People buy and sell homes every day. However, many homes are sold during late spring and summer because moving on sunny days always beats moving through snow. Further, if kids are changing school districts as a part of a residential move, moving during the summer avoids relocation during a school year.
Regardless of when a home is purchased, it is inevitable that there will eventually be surprises. Many homes’ quirks only become apparent when seasons change, especially after a wet summer like we experienced in our region this year and especially now that the weather has become chillier and less humid.
Therefore, during this time of the year, in particular, recent home purchasers can find unexpected water in their crawlspaces or basements. As the temperature changes, particularly in older homes, anything made of wood (floorboards, doors, etc.) can become tighter or looser. And, sometimes, leaves, ice or snow can accumulate in unintended locations.
When purchasing a home, we can minimize later surprises by having the home inspected by a qualified home inspector. In fact, some banks require a home inspection if the bank is going to finance the home purchase. Additionally, buyers can and should critically study a home before purchasing, which is hard to do when certain aspects of the home are particularly attractive.
The law generally says that homebuyers (like buyers of other real estate) are responsible for their own investigation and analysis before purchasing a home. This principle is often called “buyer beware.” In other words, sellers do not have to identify most of the negative aspects of their home.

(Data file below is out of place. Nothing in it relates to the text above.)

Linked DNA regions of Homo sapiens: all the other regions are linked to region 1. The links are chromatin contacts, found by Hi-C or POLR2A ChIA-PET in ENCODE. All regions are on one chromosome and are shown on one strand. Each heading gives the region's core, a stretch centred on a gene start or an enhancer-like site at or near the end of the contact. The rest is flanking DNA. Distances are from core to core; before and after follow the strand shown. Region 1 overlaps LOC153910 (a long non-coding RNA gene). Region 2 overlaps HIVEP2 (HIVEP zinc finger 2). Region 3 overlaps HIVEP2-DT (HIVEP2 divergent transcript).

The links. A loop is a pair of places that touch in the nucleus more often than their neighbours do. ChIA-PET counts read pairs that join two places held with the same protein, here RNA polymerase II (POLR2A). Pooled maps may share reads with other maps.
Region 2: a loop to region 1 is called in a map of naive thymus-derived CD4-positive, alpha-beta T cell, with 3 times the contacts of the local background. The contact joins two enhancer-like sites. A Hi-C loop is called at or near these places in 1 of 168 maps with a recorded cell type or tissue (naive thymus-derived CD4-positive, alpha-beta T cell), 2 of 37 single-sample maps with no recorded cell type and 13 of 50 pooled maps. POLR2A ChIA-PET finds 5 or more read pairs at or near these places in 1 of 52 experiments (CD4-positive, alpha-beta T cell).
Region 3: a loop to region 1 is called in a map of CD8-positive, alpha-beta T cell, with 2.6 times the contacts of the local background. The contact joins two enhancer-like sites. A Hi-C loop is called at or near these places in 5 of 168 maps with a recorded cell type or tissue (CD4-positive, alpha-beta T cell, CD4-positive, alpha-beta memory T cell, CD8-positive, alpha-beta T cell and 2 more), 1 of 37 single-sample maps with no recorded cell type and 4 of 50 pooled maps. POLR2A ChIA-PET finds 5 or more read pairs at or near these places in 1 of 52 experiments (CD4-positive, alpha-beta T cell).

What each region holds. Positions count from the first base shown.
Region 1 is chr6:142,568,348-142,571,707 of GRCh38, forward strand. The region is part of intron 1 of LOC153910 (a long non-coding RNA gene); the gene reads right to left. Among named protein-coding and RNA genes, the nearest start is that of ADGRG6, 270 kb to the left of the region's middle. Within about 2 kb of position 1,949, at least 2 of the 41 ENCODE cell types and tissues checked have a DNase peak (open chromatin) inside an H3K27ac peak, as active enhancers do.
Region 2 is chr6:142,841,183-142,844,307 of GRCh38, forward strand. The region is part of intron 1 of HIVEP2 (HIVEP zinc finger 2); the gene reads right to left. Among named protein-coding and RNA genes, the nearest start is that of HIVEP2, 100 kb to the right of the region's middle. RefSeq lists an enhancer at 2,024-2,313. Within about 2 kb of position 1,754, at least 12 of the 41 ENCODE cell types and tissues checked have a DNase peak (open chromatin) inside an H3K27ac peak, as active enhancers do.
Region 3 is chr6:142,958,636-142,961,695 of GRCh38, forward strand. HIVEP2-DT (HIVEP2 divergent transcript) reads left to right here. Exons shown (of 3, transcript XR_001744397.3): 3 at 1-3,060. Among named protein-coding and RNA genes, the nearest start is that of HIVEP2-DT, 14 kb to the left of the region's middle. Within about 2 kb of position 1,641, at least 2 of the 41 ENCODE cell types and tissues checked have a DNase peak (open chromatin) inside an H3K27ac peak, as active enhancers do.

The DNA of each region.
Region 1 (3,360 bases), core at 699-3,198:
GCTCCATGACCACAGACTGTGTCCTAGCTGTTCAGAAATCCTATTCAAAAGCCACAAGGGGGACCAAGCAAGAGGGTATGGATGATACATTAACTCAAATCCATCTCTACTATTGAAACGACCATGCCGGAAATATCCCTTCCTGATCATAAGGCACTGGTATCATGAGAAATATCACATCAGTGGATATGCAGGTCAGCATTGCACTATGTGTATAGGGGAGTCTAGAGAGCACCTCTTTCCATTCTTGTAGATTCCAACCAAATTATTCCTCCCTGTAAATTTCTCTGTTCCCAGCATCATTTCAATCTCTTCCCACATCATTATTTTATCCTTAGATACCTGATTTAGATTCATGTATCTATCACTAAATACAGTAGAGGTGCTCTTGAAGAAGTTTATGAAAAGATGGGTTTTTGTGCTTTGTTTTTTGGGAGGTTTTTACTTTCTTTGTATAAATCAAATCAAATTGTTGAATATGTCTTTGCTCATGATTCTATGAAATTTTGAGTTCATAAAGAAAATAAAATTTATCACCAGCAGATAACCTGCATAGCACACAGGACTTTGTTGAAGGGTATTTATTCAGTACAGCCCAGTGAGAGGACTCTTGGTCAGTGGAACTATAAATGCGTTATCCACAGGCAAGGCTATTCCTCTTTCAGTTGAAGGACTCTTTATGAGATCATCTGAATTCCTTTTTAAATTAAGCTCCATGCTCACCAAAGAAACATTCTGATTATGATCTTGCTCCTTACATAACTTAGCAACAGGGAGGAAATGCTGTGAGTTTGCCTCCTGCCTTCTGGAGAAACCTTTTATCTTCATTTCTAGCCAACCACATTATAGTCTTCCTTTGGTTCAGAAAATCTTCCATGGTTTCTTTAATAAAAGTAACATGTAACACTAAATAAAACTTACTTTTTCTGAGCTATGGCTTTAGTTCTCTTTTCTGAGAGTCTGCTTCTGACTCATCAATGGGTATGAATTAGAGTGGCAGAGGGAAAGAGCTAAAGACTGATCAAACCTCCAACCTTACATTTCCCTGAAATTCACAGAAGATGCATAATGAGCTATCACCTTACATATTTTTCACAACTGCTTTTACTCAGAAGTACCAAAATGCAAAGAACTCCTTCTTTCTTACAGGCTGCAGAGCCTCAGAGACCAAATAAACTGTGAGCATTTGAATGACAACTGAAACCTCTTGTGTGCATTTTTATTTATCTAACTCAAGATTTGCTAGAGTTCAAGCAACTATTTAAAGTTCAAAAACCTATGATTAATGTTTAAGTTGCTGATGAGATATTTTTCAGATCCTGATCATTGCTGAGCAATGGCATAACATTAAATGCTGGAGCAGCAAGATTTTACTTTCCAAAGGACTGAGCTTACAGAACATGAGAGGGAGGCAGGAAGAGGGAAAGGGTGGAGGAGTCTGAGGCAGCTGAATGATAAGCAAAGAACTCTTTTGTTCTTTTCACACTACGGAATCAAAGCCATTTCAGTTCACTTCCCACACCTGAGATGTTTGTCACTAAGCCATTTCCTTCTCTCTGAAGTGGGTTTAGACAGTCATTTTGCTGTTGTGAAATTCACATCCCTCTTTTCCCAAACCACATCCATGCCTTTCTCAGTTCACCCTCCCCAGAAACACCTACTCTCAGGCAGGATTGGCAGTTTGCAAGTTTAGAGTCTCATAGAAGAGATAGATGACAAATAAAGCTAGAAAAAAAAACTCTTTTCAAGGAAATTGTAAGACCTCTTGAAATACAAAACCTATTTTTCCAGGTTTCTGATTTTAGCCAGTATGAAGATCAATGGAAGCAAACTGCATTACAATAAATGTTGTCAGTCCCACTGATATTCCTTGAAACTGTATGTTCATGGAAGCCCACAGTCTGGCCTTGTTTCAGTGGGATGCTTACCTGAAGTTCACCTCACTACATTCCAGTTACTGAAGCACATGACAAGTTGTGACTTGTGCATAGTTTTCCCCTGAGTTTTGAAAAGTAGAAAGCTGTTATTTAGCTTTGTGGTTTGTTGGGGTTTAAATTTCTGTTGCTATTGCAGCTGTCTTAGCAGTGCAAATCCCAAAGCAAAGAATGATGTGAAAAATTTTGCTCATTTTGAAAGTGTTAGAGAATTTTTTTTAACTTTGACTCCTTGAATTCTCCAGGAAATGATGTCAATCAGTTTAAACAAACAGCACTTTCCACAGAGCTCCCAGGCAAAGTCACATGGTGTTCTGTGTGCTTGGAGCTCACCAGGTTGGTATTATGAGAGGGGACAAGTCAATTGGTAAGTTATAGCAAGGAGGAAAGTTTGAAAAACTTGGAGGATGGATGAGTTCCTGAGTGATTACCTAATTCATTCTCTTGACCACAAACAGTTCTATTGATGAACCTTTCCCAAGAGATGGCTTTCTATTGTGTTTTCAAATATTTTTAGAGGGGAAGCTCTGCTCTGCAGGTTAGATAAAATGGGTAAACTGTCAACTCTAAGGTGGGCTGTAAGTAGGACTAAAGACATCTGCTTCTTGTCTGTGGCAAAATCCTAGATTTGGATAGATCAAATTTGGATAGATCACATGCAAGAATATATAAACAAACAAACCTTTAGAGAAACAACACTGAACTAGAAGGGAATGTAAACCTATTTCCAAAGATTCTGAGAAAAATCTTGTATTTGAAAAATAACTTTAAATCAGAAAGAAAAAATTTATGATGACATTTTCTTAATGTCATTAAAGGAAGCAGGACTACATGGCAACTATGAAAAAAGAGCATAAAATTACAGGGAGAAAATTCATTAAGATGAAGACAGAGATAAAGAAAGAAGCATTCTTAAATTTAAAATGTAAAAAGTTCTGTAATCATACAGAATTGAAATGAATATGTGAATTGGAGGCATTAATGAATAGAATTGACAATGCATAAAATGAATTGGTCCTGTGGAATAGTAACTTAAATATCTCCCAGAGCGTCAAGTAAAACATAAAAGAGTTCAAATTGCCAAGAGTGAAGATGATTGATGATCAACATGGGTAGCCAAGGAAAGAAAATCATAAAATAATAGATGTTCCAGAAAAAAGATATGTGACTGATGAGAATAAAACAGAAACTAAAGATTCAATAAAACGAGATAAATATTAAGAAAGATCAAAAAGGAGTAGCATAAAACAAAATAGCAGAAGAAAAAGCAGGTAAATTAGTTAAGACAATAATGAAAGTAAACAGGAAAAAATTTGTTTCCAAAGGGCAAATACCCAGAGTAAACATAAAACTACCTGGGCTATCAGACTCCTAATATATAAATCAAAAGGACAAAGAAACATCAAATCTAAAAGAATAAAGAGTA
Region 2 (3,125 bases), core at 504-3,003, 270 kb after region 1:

Nevertheless, when a less-than-ideal, unexpected circumstance arises in our home, we can be sad, hurt, embarrassed and angry. When we experience these emotions, we can be driven to find someone to blame. And, often, the blame is directed toward the home seller, even though the seller seldom has a duty to disclose most home deficiencies.
Notably, sellers of homes, despite having little/no legal responsibility to disclose problems, are required to complete a “property disclosure form.” On the form, the seller must identify and disclose to buyers only those issues with the home of which the seller is actually aware, especially if the issue is one that an inspection would not find.
For instance, if a basement leaked water and the homeowner simply waited for the basement to dry and then painted over the water-stained basement walls, the homeowner must disclose that fact to each prospective buyer. The seller’s duty to the buyer is to identify any problems that are actually known by the seller, particularly if a problem cannot be seen, like a basement leak hidden behind paint.
Although it seldom arises, some conditions that could affect homes’ values but that are entirely invisible must also be disclosed by sellers. For instance, many people may not want to live in a home within which someone was once murdered. A prospective home buyer would have no way of knowing that fact, so the seller must disclose that fact, if the seller knows.
Lee R. Schroeder is an Ohio licensed attorney at Schroeder Law LLC in Putnam County. He limits his practice to business, real estate, estate planning and agriculture issues in northwest Ohio. He can be reached at Lee@LeeSchroeder.com or at 419-659-2058. This article is not intended to serve as legal advice, and specific advice should be sought from the licensed attorney of your choice based upon the specific facts and circumstances that you face.